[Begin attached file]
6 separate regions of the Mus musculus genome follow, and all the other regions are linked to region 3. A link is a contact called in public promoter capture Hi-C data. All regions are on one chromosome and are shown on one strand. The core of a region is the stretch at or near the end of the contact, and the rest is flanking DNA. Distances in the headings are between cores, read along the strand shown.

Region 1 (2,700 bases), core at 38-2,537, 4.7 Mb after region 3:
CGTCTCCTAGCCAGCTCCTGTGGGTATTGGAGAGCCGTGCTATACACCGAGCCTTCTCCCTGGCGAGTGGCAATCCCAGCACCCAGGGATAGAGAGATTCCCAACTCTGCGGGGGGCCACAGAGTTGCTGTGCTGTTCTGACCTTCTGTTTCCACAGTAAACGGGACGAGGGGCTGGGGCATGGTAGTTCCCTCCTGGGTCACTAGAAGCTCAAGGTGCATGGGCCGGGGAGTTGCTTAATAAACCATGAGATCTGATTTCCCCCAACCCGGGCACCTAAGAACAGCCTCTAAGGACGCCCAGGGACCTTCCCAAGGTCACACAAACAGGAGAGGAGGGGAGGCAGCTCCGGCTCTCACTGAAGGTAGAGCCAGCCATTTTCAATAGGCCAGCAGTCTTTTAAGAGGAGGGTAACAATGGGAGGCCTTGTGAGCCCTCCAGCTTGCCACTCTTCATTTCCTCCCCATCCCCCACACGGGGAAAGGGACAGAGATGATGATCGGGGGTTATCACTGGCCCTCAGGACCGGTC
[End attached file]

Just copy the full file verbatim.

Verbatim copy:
6 separate regions of the Mus musculus genome follow, and all the other regions are linked to region 3. A link is a contact called in public promoter capture Hi-C data. All regions are on one chromosome and are shown on one strand. The core of a region is the stretch at or near the end of the contact, and the rest is flanking DNA. Distances in the headings are between cores, read along the strand shown.

Region 1 (2,700 bases), core at 38-2,537, 4.7 Mb after region 3:
CGTCTCCTAGCCAGCTCCTGTGGGTATTGGAGAGCCGTGCTATACACCGAGCCTTCTCCCTGGCGAGTGGCAATCCCAGCACCCAGGGATAGAGAGATTCCCAACTCTGCGGGGGGCCACAGAGTTGCTGTGCTGTTCTGACCTTCTGTTTCCACAGTAAACGGGACGAGGGGCTGGGGCATGGTAGTTCCCTCCTGGGTCACTAGAAGCTCAAGGTGCATGGGCCGGGGAGTTGCTTAATAAACCATGAGATCTGATTTCCCCCAACCCGGGCACCTAAGAACAGCCTCTAAGGACGCCCAGGGACCTTCCCAAGGTCACACAAACAGGAGAGGAGGGGAGGCAGCTCCGGCTCTCACTGAAGGTAGAGCCAGCCATTTTCAATAGGCCAGCAGTCTTTTAAGAGGAGGGTAACAATGGGAGGCCTTGTGAGCCCTCCAGCTTGCCACTCTTCATTTCCTCCCCATCCCCCACACGGGGAAAGGGACAGAGATGATGATCGGGGGTTATCACTGGCCCTCAGGACCGGTC